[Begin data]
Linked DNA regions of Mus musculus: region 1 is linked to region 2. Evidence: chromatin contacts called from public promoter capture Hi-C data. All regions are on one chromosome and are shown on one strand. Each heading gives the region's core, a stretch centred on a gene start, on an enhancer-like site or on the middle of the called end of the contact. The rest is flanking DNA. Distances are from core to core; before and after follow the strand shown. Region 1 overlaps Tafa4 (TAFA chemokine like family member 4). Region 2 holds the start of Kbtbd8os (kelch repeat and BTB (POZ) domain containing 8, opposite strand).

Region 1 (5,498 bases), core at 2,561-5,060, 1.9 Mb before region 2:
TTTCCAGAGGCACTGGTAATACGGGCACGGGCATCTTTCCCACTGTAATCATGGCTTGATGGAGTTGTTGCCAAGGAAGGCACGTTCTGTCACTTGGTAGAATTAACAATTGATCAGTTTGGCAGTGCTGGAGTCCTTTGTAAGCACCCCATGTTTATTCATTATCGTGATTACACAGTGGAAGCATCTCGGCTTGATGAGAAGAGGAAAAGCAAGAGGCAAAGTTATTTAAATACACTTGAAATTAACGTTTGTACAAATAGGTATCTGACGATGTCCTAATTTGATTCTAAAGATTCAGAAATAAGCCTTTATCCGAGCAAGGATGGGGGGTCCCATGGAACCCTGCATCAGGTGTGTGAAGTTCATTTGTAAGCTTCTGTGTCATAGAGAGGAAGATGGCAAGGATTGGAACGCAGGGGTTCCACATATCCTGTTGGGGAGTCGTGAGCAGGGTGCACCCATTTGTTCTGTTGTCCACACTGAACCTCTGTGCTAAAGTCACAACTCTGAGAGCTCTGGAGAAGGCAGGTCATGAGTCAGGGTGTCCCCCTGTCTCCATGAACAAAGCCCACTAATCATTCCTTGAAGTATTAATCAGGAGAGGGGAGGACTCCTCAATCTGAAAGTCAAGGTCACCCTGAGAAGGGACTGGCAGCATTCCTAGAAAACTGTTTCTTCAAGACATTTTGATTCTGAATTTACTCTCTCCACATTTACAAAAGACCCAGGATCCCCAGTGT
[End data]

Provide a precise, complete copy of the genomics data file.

Linked DNA regions of Mus musculus: region 1 is linked to region 2. Evidence: chromatin contacts called from public promoter capture Hi-C data. All regions are on one chromosome and are shown on one strand. Each heading gives the region's core, a stretch centred on a gene start, on an enhancer-like site or on the middle of the called end of the contact. The rest is flanking DNA. Distances are from core to core; before and after follow the strand shown. Region 1 overlaps Tafa4 (TAFA chemokine like family member 4). Region 2 holds the start of Kbtbd8os (kelch repeat and BTB (POZ) domain containing 8, opposite strand).

Region 1 (5,498 bases), core at 2,561-5,060, 1.9 Mb before region 2:
TTTCCAGAGGCACTGGTAATACGGGCACGGGCATCTTTCCCACTGTAATCATGGCTTGATGGAGTTGTTGCCAAGGAAGGCACGTTCTGTCACTTGGTAGAATTAACAATTGATCAGTTTGGCAGTGCTGGAGTCCTTTGTAAGCACCCCATGTTTATTCATTATCGTGATTACACAGTGGAAGCATCTCGGCTTGATGAGAAGAGGAAAAGCAAGAGGCAAAGTTATTTAAATACACTTGAAATTAACGTTTGTACAAATAGGTATCTGACGATGTCCTAATTTGATTCTAAAGATTCAGAAATAAGCCTTTATCCGAGCAAGGATGGGGGGTCCCATGGAACCCTGCATCAGGTGTGTGAAGTTCATTTGTAAGCTTCTGTGTCATAGAGAGGAAGATGGCAAGGATTGGAACGCAGGGGTTCCACATATCCTGTTGGGGAGTCGTGAGCAGGGTGCACCCATTTGTTCTGTTGTCCACACTGAACCTCTGTGCTAAAGTCACAACTCTGAGAGCTCTGGAGAAGGCAGGTCATGAGTCAGGGTGTCCCCCTGTCTCCATGAACAAAGCCCACTAATCATTCCTTGAAGTATTAATCAGGAGAGGGGAGGACTCCTCAATCTGAAAGTCAAGGTCACCCTGAGAAGGGACTGGCAGCATTCCTAGAAAACTGTTTCTTCAAGACATTTTGATTCTGAATTTACTCTCTCCACATTTACAAAAGACCCAGGATCCCCAGTGT